Democrats are working very hard to remind voters of the horrors of January 6, 2021. Democracy itself, we are told, was at the brink as outgoing President Donald Trump attempted to steal the election and incite a violent riot on the day the Electoral College certified his defeat. “To borrow from President Franklin Roosevelt, the violent insurrection of January 6 was a day that will forever live in infamy, a permanent stain in the story of American democracy, and the final, bitter, unforgivable act of the worst president in modern times,” Chuck Schumer, the Senate majority leader, declared on the anniversary.
But it’s getting harder to take the party’s grave rhetoric seriously, even as the January 6 hearings deliver ever more damning revelations. The reason? Democratic campaign arms have been aggressively funding incendiary Trump-loyal candidates in a bid to make general elections theoretically easier for Democrats. In the House, the Democratic Congressional Campaign Committee is trying to elevate a far-right primary challenger to Michigan’s Peter Meijer, one of the few Republicans to vote to impeach Trump a second time. The Democratic Governors Association spent $1.16 million in TV ads reminding GOP voters in Maryland that Dan Cox was Trump-endorsed, guessing correctly that this would get him past a more moderate opponent. Cox, who attended the January 6 rally that preceded the deadly riot, won the Republican primary and advanced to the November general election in a Maryland governor’s race that should deliver a victory to the Democrat, Wes Moore — unless it doesn’t. As Donald Trump proved in 2016, there are no guarantees in American politics.
Theoretically, the Democratic strategy is sound enough. A decade ago, Claire McCaskill, a Democratic senator from Missouri, won reelection against a fringe Republican, Todd Akin, whom she had aided in the primary over more moderate contenders. McCaskill won even as Barack Obama, on the same day, lost the state handily. Since then, Democrats have been hungry to recreate such a victory. In 2022, it just might work: Democrats aided Doug Mastriano, the hard-right Trumpist candidate for governor in Pennsylvania, and he is now down in the polls against the state attorney general, Josh Shapiro. In the Arizona governor’s race, the state Democratic Party has tried to boost Kari Lake, a Republican who believes the 2020 election was stolen and the Democratic front-runner should be locked up. But given how precarious the Democrats’ position in Arizona is — the state’s two Democratic senators won narrowly and the current governor is a Republican — there’s a coin flip’s chance, at least, that Lake is living in the governor’s mansion next year if she makes it through the August primary.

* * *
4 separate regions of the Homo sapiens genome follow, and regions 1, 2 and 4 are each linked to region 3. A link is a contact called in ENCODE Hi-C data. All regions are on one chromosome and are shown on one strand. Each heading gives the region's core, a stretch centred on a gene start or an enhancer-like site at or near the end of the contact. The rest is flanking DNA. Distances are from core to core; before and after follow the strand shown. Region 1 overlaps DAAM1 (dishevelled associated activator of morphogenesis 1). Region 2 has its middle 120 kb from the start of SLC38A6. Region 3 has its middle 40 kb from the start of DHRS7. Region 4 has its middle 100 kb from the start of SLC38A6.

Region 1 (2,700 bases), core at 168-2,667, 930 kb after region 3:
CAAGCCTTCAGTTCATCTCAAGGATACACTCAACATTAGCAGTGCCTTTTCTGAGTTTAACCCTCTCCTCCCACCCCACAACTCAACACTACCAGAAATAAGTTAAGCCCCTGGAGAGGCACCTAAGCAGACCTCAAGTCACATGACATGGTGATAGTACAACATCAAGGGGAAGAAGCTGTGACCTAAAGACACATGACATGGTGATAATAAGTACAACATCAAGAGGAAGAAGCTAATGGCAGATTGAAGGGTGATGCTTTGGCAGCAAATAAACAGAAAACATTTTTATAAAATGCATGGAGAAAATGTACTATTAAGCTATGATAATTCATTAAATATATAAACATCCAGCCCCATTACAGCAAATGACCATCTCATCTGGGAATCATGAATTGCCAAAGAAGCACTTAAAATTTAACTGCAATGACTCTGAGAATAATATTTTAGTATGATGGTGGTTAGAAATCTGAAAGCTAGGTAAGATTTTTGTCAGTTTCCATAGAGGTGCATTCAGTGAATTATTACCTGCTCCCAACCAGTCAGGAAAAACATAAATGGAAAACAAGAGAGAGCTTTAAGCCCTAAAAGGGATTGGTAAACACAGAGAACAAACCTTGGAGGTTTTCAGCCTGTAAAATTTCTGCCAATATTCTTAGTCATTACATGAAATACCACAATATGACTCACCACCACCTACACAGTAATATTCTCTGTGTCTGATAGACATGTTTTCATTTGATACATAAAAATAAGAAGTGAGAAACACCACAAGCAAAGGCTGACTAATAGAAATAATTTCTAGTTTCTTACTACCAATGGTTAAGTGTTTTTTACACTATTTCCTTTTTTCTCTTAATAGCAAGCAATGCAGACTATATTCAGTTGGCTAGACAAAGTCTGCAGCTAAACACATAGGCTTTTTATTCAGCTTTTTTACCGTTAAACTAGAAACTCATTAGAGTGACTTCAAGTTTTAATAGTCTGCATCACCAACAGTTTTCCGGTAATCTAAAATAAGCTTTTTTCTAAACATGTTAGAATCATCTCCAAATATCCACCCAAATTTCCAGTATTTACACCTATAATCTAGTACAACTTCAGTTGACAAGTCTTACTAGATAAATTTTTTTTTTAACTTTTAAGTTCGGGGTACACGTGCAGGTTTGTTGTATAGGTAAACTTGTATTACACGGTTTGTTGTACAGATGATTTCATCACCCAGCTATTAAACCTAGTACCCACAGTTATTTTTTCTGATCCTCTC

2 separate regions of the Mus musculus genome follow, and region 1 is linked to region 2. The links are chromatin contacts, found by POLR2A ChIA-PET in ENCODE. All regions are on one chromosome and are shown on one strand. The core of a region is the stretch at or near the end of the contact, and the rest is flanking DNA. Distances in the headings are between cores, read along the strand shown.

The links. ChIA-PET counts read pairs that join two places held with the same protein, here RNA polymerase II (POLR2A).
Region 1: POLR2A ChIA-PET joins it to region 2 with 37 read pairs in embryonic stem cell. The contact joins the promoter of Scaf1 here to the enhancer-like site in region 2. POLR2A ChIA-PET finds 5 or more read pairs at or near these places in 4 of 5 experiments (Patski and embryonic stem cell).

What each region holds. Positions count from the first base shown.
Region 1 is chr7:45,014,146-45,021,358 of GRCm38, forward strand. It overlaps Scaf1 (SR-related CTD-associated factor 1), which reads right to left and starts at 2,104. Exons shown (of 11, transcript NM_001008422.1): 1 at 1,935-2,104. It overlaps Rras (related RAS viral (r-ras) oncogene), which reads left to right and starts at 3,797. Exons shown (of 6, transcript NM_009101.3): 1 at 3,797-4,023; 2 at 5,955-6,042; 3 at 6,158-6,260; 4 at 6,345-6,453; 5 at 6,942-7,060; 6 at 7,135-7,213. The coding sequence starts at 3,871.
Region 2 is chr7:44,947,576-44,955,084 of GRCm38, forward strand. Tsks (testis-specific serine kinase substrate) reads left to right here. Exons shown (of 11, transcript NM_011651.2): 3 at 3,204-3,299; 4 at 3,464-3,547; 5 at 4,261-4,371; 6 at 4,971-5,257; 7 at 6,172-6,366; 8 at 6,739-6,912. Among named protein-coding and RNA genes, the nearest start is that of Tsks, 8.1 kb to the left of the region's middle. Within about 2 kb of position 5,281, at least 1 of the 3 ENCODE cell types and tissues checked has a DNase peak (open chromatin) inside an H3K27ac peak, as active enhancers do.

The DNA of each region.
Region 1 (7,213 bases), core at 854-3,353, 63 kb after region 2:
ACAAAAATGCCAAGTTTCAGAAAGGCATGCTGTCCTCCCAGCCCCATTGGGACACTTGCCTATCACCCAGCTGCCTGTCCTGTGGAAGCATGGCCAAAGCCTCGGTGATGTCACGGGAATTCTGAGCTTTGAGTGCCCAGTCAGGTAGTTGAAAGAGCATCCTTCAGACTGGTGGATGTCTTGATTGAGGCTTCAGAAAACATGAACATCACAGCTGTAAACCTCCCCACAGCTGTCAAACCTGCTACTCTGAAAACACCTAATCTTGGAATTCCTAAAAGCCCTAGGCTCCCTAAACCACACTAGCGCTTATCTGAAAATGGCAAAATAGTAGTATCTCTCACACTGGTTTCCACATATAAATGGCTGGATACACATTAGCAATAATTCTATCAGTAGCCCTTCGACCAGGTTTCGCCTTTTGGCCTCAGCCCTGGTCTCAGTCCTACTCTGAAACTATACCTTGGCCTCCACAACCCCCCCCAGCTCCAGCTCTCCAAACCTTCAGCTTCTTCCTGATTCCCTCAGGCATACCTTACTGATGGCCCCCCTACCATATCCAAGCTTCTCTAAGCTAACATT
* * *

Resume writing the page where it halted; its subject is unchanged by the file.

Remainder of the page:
Bolstering big-lie candidates suggests Democrats might not take their January 6 rhetoric as seriously as they want the viewers at home to take it. If these Republicans were the existential threats to American democracy that Schumer, Nancy Pelosi, and Joe Biden claimed they were, shouldn’t the goal be to snuff out their campaigns from the beginning? Would the party be taking the risk of installing deranged Trump acolytes as the governors of major states, two of which may decide the 2024 election?
Going forward, Democrats would be wise to meddle less in Republican primaries if only because the future is never so predictable. Hillary Clinton’s campaign was rapturous at the prospect of facing Trump. Professional Democrats everywhere believed the alleged chaos of the 2016 primary would yield a disaster for Republicans in November. Instead, enough swing voters decided they preferred his message to hers. Party regulars — the members of Congress and the Democratic Governors Association, for starters — should figure out whether they actually believe January 6 was the day democracy almost died in the United States. Americans aren’t going to take the message seriously if they see the same party is spending millions to put unhinged Republicans on general-election ballots. Seeing the disjunction, some voters might come to regard the party Establishment as performative and cynical.
Most Americans already care far more about the economy and inflation than whether another Trump aide delivers searing testimony on cable television. Democrats wish it weren’t so. Average voters may care even less when they learn Democrats want election-denying GOP frauds appearing on ballots in November.
Getting enough people to care deeply about the January 6 hearings a year and a half after the actual day of violence is hard enough. A number of Democrats have tried and failed to make 1/6 another 9/11; others have spoken of it as the day fascism nearly overtook the United States. Many of these same liberal politicians are now celebrating Dan Cox’s victory in Maryland or longing for Kari Lake to seize the nomination in Arizona. It’s the sort of hypocrisy that can’t sustain itself.